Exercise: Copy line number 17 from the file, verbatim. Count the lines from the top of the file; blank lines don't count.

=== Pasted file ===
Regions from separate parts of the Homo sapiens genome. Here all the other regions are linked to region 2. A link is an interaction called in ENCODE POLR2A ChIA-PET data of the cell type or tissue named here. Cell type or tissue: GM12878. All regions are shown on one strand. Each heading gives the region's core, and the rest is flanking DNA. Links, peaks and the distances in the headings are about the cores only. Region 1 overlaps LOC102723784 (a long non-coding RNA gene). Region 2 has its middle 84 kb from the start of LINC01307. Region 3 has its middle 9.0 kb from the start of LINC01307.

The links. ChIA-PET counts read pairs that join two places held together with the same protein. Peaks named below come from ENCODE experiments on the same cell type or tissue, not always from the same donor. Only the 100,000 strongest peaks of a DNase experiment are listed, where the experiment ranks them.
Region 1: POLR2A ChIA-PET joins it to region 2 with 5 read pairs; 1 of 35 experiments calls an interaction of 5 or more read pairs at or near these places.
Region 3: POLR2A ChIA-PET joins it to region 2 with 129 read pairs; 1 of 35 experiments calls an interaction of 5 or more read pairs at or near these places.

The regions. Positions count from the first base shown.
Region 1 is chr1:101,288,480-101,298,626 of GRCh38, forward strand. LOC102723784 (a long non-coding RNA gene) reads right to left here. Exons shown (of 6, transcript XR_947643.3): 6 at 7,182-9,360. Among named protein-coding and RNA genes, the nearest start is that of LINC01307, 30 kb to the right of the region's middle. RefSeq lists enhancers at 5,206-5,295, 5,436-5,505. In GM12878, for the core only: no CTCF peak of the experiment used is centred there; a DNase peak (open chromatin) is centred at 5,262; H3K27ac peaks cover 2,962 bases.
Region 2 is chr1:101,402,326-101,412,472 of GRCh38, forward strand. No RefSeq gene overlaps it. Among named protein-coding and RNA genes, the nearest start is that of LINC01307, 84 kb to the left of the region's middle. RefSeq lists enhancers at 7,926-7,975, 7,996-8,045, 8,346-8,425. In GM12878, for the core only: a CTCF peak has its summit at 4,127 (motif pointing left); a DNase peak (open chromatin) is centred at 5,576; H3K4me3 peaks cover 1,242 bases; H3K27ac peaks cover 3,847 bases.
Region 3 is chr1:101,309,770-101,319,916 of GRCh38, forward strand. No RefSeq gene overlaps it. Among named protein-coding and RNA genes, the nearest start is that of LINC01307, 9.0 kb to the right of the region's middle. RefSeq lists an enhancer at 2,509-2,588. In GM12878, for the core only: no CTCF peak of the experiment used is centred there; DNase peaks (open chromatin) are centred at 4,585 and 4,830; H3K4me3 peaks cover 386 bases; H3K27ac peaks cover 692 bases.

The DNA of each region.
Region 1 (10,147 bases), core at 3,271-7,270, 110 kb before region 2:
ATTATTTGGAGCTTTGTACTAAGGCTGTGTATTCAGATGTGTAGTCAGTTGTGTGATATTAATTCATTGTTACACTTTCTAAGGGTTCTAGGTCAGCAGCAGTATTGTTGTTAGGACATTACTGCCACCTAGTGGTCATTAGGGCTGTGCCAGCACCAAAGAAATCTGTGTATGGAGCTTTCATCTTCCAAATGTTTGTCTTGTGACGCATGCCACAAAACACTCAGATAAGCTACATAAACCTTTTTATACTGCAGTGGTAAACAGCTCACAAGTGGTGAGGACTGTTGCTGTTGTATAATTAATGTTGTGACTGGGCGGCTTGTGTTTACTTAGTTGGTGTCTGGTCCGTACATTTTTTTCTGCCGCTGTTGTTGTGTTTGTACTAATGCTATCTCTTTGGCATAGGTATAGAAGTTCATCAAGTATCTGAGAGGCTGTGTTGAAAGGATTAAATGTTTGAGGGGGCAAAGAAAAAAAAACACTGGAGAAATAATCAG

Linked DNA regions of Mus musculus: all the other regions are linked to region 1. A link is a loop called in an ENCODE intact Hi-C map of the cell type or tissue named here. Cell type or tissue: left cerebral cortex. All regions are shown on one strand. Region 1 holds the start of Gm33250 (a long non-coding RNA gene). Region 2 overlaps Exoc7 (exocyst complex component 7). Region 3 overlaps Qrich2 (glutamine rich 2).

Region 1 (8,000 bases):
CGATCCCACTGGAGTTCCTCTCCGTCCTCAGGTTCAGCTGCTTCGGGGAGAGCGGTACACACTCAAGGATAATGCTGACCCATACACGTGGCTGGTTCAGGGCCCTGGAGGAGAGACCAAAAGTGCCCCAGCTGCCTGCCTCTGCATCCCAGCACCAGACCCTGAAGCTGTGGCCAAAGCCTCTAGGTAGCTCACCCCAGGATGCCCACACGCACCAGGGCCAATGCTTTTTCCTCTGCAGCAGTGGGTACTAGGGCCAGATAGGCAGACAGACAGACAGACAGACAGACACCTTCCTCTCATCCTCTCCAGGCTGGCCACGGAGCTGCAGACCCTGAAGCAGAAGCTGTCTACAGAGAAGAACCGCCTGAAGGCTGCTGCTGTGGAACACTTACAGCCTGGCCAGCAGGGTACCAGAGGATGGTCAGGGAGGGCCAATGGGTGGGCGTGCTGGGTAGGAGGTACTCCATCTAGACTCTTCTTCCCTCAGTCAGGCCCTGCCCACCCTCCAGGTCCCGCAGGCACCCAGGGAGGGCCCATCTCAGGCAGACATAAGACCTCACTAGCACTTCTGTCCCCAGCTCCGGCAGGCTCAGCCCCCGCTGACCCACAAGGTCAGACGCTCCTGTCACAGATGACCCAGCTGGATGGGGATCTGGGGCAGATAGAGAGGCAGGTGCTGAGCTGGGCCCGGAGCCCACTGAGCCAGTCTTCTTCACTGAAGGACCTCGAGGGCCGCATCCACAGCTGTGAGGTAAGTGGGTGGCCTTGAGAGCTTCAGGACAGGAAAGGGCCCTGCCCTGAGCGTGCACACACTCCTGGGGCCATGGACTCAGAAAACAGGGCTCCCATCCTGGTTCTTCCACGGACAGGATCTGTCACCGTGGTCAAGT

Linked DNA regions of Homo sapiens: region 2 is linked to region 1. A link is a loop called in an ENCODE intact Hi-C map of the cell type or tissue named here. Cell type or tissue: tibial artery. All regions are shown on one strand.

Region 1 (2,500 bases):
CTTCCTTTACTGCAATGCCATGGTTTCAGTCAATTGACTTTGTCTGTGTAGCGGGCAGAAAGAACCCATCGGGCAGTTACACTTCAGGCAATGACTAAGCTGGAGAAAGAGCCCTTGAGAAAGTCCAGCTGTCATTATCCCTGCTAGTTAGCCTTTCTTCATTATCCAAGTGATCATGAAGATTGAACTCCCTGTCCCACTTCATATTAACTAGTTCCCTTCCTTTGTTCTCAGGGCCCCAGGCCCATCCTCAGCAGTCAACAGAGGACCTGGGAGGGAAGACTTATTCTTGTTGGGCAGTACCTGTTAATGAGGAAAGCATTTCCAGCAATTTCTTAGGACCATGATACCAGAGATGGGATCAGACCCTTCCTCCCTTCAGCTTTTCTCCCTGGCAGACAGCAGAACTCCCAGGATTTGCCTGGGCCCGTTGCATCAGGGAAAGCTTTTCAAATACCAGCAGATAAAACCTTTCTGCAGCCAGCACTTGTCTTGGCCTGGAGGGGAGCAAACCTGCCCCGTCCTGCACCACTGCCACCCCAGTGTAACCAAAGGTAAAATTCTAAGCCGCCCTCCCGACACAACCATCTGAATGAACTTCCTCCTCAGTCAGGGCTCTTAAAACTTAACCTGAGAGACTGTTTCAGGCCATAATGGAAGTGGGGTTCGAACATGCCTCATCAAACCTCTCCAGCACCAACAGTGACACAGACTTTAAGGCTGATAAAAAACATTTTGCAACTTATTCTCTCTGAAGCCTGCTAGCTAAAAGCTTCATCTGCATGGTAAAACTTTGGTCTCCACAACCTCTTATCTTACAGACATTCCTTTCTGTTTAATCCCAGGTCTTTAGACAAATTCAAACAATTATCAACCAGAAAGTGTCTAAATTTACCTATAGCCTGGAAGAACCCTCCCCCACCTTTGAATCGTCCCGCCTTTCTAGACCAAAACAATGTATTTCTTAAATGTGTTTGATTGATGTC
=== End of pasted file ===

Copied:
CTTCCTTTACTGCAATGCCATGGTTTCAGTCAATTGACTTTGTCTGTGTAGCGGGCAGAAAGAACCCATCGGGCAGTTACACTTCAGGCAATGACTAAGCTGGAGAAAGAGCCCTTGAGAAAGTCCAGCTGTCATTATCCCTGCTAGTTAGCCTTTCTTCATTATCCAAGTGATCATGAAGATTGAACTCCCTGTCCCACTTCATATTAACTAGTTCCCTTCCTTTGTTCTCAGGGCCCCAGGCCCATCCTCAGCAGTCAACAGAGGACCTGGGAGGGAAGACTTATTCTTGTTGGGCAGTACCTGTTAATGAGGAAAGCATTTCCAGCAATTTCTTAGGACCATGATACCAGAGATGGGATCAGACCCTTCCTCCCTTCAGCTTTTCTCCCTGGCAGACAGCAGAACTCCCAGGATTTGCCTGGGCCCGTTGCATCAGGGAAAGCTTTTCAAATACCAGCAGATAAAACCTTTCTGCAGCCAGCACTTGTCTTGGCCTGGAGGGGAGCAAACCTGCCCCGTCCTGCACCACTGCCACCCCAGTGTAACCAAAGGTAAAATTCTAAGCCGCCCTCCCGACACAACCATCTGAATGAACTTCCTCCTCAGTCAGGGCTCTTAAAACTTAACCTGAGAGACTGTTTCAGGCCATAATGGAAGTGGGGTTCGAACATGCCTCATCAAACCTCTCCAGCACCAACAGTGACACAGACTTTAAGGCTGATAAAAAACATTTTGCAACTTATTCTCTCTGAAGCCTGCTAGCTAAAAGCTTCATCTGCATGGTAAAACTTTGGTCTCCACAACCTCTTATCTTACAGACATTCCTTTCTGTTTAATCCCAGGTCTTTAGACAAATTCAAACAATTATCAACCAGAAAGTGTCTAAATTTACCTATAGCCTGGAAGAACCCTCCCCCACCTTTGAATCGTCCCGCCTTTCTAGACCAAAACAATGTATTTCTTAAATGTGTTTGATTGATGTC